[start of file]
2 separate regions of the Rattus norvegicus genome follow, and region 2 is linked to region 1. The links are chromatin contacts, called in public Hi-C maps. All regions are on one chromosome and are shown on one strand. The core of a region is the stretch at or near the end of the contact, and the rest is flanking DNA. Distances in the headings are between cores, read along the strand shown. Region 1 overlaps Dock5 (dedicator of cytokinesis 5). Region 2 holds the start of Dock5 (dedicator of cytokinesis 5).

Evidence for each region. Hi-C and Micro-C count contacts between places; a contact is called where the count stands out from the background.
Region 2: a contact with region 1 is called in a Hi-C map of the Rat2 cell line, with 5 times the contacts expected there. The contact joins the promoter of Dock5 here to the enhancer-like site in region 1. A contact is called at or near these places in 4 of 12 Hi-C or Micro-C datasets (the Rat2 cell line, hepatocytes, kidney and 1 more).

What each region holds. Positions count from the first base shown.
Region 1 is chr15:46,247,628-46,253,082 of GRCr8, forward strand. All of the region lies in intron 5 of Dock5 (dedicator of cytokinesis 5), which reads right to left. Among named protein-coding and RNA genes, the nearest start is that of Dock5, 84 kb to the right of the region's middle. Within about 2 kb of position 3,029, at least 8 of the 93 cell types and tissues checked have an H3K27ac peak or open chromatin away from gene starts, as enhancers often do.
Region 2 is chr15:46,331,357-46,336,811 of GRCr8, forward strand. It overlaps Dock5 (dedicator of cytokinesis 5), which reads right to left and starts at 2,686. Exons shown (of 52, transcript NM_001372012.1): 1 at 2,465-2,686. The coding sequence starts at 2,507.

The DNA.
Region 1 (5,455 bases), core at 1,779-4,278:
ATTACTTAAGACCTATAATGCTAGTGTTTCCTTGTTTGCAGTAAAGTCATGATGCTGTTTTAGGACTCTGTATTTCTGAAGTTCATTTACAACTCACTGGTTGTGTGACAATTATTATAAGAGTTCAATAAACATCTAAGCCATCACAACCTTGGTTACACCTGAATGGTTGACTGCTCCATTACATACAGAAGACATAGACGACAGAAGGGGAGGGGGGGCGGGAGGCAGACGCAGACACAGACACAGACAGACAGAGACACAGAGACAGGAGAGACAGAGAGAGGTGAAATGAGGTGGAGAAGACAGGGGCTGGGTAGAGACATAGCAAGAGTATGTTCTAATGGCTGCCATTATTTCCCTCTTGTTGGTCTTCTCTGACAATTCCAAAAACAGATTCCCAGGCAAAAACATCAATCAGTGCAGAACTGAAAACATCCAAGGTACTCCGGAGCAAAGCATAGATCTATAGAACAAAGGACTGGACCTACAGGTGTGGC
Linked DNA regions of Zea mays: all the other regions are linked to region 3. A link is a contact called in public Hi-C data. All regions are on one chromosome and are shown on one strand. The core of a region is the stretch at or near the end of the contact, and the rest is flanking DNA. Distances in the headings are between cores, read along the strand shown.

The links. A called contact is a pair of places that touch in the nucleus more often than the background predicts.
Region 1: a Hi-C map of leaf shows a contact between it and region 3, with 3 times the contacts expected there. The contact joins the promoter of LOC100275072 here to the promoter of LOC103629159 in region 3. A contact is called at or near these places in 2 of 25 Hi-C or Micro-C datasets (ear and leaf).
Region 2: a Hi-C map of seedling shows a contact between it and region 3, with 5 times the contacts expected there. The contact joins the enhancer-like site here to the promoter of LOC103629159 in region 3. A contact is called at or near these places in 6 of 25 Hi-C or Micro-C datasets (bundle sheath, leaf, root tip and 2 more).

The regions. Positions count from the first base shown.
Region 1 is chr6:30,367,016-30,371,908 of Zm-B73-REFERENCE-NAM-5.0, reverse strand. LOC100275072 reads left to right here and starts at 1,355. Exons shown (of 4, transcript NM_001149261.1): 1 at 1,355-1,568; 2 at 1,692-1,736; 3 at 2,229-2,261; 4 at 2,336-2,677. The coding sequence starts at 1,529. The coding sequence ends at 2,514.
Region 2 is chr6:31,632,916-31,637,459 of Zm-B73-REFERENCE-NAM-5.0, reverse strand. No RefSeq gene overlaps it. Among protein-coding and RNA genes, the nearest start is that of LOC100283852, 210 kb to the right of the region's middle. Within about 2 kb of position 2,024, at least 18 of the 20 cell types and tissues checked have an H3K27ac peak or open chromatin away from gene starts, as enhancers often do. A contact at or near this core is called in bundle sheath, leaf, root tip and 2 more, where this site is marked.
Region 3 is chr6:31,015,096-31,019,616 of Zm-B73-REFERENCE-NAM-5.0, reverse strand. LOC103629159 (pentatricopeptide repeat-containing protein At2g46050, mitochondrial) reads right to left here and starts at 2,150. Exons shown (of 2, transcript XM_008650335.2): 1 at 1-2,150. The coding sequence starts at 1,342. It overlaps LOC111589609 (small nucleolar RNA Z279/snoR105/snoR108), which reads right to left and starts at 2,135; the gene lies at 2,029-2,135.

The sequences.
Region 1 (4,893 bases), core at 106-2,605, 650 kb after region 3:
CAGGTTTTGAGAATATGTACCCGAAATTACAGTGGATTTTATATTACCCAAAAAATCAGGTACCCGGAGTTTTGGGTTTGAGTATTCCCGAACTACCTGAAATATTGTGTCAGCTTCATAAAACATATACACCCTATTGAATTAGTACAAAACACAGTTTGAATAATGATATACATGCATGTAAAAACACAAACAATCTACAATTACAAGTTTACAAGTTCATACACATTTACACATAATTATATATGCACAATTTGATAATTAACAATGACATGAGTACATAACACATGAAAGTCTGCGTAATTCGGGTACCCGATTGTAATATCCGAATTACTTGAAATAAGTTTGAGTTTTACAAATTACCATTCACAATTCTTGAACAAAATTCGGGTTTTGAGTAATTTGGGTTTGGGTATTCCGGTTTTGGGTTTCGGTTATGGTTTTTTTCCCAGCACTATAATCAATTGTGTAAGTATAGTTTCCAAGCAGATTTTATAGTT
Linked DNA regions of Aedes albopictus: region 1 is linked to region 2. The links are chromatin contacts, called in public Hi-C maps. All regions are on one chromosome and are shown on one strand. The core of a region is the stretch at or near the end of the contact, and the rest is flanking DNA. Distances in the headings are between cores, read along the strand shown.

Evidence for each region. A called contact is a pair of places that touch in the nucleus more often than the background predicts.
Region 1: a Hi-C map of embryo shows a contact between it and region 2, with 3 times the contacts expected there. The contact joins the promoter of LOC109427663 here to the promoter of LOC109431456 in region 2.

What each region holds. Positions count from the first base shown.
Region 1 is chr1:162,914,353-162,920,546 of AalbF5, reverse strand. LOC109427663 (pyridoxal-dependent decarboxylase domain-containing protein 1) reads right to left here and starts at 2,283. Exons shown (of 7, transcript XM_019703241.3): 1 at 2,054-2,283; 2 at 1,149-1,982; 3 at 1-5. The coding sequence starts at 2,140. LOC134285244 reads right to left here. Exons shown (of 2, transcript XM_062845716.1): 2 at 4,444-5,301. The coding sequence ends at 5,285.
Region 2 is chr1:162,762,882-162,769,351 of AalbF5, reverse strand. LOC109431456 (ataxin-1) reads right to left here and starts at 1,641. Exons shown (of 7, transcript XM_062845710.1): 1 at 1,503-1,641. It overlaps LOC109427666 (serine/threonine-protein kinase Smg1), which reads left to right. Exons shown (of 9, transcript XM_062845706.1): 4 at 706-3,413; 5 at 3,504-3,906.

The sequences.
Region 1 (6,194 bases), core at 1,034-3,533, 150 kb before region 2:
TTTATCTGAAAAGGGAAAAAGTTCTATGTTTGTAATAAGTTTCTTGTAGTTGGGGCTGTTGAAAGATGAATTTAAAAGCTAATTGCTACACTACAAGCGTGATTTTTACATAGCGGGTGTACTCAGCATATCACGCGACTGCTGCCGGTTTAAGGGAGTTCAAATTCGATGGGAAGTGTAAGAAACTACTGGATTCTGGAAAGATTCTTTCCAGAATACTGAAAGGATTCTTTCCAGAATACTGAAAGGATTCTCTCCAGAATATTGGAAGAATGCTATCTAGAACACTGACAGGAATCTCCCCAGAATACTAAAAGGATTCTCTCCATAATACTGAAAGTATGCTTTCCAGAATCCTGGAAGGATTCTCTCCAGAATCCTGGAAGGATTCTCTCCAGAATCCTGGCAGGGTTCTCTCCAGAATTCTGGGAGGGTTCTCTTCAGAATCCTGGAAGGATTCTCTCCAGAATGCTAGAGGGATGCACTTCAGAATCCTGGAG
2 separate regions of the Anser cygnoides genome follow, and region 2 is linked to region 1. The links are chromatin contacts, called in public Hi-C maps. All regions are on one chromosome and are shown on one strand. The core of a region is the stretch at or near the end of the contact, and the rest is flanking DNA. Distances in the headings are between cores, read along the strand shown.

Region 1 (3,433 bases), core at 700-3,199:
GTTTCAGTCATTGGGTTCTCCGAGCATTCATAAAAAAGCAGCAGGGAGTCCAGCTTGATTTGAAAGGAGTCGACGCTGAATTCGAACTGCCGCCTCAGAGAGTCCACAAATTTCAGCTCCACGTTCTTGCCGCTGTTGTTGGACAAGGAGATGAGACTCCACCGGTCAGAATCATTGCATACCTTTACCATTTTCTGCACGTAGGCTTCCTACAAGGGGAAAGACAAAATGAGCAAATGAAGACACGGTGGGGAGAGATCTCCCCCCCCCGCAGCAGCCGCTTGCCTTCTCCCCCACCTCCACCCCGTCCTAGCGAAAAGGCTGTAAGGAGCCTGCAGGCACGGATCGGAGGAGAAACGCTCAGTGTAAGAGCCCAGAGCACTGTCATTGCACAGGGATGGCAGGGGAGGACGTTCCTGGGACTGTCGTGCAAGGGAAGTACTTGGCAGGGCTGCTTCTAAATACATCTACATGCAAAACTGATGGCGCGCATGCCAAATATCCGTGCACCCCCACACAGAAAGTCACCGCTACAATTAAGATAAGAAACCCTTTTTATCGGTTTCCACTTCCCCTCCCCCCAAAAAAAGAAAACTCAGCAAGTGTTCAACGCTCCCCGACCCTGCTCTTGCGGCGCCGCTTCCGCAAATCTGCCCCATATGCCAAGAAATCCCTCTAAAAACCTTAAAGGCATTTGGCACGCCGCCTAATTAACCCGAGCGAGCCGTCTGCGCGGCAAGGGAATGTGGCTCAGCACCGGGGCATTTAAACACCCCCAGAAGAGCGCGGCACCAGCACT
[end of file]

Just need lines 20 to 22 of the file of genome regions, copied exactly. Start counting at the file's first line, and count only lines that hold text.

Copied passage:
CAGGTTTTGAGAATATGTACCCGAAATTACAGTGGATTTTATATTACCCAAAAAATCAGGTACCCGGAGTTTTGGGTTTGAGTATTCCCGAACTACCTGAAATATTGTGTCAGCTTCATAAAACATATACACCCTATTGAATTAGTACAAAACACAGTTTGAATAATGATATACATGCATGTAAAAACACAAACAATCTACAATTACAAGTTTACAAGTTCATACACATTTACACATAATTATATATGCACAATTTGATAATTAACAATGACATGAGTACATAACACATGAAAGTCTGCGTAATTCGGGTACCCGATTGTAATATCCGAATTACTTGAAATAAGTTTGAGTTTTACAAATTACCATTCACAATTCTTGAACAAAATTCGGGTTTTGAGTAATTTGGGTTTGGGTATTCCGGTTTTGGGTTTCGGTTATGGTTTTTTTCCCAGCACTATAATCAATTGTGTAAGTATAGTTTCCAAGCAGATTTTATAGTT
Linked DNA regions of Aedes albopictus: region 1 is linked to region 2. The links are chromatin contacts, called in public Hi-C maps. All regions are on one chromosome and are shown on one strand. The core of a region is the stretch at or near the end of the contact, and the rest is flanking DNA. Distances in the headings are between cores, read along the strand shown.

Evidence for each region. A called contact is a pair of places that touch in the nucleus more often than the background predicts.